Antimalware protection is no longer just about signature-based antivirus and antispyware. It has evolved into the use of complex endpoint security suites with multiple malware detection techniques and features, such as host-based intrusion prevention (HIPS) and full-disk encryption.
This two-part tip will cover some of the key points you should consider in choosing, keeping or upgrading your endpoint security software before your next subscription renewal. The second part will focus on centralized management of endpoint security suites and negotiations with vendors.
PERFORMANCE DISTINGUISHES ENDPOINT SECURITY SUITES
The shift to Web-based malware and the explosive growth in the sheer number of threats has forced security vendors to move away from reliance on signature-based detection and bundle in various forms of behavior-based and anomaly detection, HIPS and whitelisting/application control.
"You should only buy what you need, however, malware is getting pretty nasty," said Ed Skoudis, co-founder and senior security consultant with InGuardians Inc. "These packages are pretty all-inclusive, and it doesn't cost vendors any more to put these capabilities into the software."
Testing these complimentary technologies against various strains of malware and attack techniques is very complex. It's tough to tell which vendors, if any, do a measurably better job; the truth is they all miss more than they care to admit.
"Generally speaking, the market is commoditized," said Natalie Lambert, senior research analyst at Forrester Research Inc. "In my opinion, in terms of detection, if you're looking at individual technologies, is there a need to switch out? No."
Performance is another matter. You can and should test the client software's speed and how it impacts performance on fully loaded company laptops and desktops. Run the products on standard company PCs with all your applications.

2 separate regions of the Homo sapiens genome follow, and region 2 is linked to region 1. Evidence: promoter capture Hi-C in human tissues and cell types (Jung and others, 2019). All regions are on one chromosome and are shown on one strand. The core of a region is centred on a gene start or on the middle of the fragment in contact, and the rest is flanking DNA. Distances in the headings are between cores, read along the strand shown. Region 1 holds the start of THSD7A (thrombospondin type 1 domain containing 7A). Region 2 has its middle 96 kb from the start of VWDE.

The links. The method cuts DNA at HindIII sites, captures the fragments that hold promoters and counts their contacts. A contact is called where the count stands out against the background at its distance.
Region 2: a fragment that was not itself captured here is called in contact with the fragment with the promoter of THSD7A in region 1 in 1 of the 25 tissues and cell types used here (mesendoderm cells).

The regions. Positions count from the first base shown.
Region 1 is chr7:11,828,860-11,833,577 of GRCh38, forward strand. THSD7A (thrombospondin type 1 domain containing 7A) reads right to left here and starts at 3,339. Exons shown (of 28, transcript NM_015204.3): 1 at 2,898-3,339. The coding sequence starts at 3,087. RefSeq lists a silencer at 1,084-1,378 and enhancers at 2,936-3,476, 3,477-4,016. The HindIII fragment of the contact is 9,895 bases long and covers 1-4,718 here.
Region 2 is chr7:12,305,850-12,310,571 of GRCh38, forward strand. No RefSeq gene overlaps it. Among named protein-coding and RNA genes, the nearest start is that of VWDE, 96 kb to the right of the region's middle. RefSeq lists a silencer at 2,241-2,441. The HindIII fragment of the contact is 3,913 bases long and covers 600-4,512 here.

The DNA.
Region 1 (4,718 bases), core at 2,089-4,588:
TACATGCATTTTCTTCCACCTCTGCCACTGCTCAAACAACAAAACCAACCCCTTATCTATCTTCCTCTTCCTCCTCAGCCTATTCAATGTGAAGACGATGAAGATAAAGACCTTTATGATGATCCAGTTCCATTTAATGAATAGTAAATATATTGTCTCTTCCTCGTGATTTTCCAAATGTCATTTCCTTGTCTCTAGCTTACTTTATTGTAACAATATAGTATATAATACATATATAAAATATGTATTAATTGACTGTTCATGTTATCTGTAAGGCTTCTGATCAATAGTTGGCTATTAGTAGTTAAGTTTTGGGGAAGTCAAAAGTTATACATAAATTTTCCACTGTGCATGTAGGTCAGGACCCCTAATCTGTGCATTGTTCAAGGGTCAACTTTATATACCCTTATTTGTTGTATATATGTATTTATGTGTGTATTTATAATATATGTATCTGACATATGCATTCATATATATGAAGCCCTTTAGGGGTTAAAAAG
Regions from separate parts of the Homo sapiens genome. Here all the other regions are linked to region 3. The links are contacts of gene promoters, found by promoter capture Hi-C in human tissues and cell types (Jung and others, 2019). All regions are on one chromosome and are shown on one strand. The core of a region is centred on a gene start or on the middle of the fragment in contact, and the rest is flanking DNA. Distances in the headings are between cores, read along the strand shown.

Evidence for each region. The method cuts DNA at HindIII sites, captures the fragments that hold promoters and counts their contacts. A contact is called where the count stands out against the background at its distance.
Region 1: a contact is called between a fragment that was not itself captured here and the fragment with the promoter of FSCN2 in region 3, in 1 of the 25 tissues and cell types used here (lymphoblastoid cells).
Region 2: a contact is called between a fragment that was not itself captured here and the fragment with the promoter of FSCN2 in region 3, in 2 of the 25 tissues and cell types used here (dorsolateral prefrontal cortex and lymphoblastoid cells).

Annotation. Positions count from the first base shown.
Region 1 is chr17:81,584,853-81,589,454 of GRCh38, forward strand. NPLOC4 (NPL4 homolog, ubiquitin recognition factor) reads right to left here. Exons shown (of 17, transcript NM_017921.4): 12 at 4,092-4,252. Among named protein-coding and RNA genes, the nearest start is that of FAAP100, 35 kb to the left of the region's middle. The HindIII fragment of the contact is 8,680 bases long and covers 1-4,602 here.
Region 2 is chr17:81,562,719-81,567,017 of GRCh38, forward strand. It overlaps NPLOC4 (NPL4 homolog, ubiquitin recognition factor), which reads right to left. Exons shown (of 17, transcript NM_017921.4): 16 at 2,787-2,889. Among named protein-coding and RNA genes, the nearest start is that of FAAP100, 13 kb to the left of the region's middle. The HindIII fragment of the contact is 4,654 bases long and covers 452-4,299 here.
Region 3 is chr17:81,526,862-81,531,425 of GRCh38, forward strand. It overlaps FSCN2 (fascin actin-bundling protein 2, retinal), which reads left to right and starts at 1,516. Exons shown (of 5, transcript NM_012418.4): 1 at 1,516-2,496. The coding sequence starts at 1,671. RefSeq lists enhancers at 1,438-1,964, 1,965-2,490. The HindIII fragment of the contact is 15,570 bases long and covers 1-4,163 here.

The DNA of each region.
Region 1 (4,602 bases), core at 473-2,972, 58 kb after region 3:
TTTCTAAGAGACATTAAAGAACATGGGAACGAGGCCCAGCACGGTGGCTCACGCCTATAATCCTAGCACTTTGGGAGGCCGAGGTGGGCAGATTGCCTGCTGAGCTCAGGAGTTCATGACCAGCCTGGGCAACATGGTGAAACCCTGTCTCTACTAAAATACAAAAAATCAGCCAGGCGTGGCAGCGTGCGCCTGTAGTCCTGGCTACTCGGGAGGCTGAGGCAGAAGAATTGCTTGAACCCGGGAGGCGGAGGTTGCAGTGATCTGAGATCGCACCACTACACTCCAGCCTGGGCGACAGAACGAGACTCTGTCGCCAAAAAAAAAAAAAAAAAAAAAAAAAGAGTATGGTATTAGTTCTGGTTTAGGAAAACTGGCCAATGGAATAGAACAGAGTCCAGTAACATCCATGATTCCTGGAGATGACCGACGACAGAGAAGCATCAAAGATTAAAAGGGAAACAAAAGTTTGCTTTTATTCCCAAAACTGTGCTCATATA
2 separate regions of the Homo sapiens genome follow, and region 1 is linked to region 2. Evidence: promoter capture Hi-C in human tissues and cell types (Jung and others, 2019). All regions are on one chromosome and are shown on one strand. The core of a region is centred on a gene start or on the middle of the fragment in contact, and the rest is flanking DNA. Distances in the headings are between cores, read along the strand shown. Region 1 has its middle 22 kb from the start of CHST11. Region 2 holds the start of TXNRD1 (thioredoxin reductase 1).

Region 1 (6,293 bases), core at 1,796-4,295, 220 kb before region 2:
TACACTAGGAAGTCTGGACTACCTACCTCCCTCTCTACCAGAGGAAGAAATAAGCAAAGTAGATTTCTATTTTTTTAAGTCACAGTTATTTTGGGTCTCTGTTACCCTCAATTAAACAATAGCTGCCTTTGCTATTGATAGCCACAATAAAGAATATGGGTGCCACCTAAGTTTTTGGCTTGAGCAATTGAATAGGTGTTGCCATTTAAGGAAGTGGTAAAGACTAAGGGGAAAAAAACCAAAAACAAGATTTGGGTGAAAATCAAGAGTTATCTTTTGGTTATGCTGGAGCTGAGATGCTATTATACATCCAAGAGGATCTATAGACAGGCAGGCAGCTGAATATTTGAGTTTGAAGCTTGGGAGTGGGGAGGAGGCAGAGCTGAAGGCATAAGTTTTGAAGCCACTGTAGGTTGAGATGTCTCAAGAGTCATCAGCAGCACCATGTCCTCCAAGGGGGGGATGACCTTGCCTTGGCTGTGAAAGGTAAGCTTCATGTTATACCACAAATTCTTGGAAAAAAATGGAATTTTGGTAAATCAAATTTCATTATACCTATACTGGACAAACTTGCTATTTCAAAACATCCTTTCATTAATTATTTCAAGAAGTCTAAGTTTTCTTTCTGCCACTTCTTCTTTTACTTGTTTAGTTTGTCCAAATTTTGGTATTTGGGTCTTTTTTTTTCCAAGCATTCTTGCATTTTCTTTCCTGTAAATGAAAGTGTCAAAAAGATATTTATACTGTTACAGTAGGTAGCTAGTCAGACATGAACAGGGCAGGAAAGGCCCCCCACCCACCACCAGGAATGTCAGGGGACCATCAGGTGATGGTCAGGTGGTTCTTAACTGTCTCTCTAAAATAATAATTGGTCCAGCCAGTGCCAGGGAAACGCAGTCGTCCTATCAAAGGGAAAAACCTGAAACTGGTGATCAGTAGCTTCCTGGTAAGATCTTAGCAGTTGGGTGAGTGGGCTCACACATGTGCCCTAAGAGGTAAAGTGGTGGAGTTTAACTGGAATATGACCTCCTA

"You really should evaluate performance, because users will notice the change and complain," Skoudis said. "They will call the help desk, and you don't want that."
ENDPOINT DATA PROTECTION CONSIDERATIONS
Midmarket firms have to deal with many of the same security and compliance issues as large companies do. That means you have to be concerned with the data on your laptops and DVDs, USB drives and MP3 players, and perhaps guest access controls and hygiene checks on devices coming onto the company network.
Not long ago, desktop protection was pretty straightforward: primarily signature-based antivirus and antispyware and, probably, a personal firewall. Your business' requirements have changed, and endpoint security suites are complex products designed to meet those requirements. Here is more you need to consider:
Full-disk encryption. This is rapidly becoming must-have security for midmarket companies that are concerned about data breaches and, in particular, state breach notification laws, PCI DSS and other regulations.
Device control. Some companies have gone to the extreme of disabling USB ports, but device control allows them to take a more flexible approach. This can range from prohibiting all use of removable storage to policy-based controls that require use of corporate USB drives, encrypting copied data, content-based controls over what can be copied, etc.
Application control. This is some form of whitelisting, a valuable approach that can prevent malware from running on company PCs by limiting the number of authorized applications. This can get messy in complex environments with many different desktop images. Application control may also include blacklisting to enforce restrictions on IM, P2P, Skype, etc. Whitelisting can be particularly effective if you run only a handful of apps.
DLP. Endpoint data loss prevention provides insight into what users are copying to their PCs and what they are doing with it, but everything you add has an impact on performance, and if it adds cost, consider passing on it, at least until you are prepared to deploy it as part of a larger DLP project. "DLP [in an endpoint security suite] is using a sledgehammer to crack a nut," said Lambert.
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This was first published in August 2009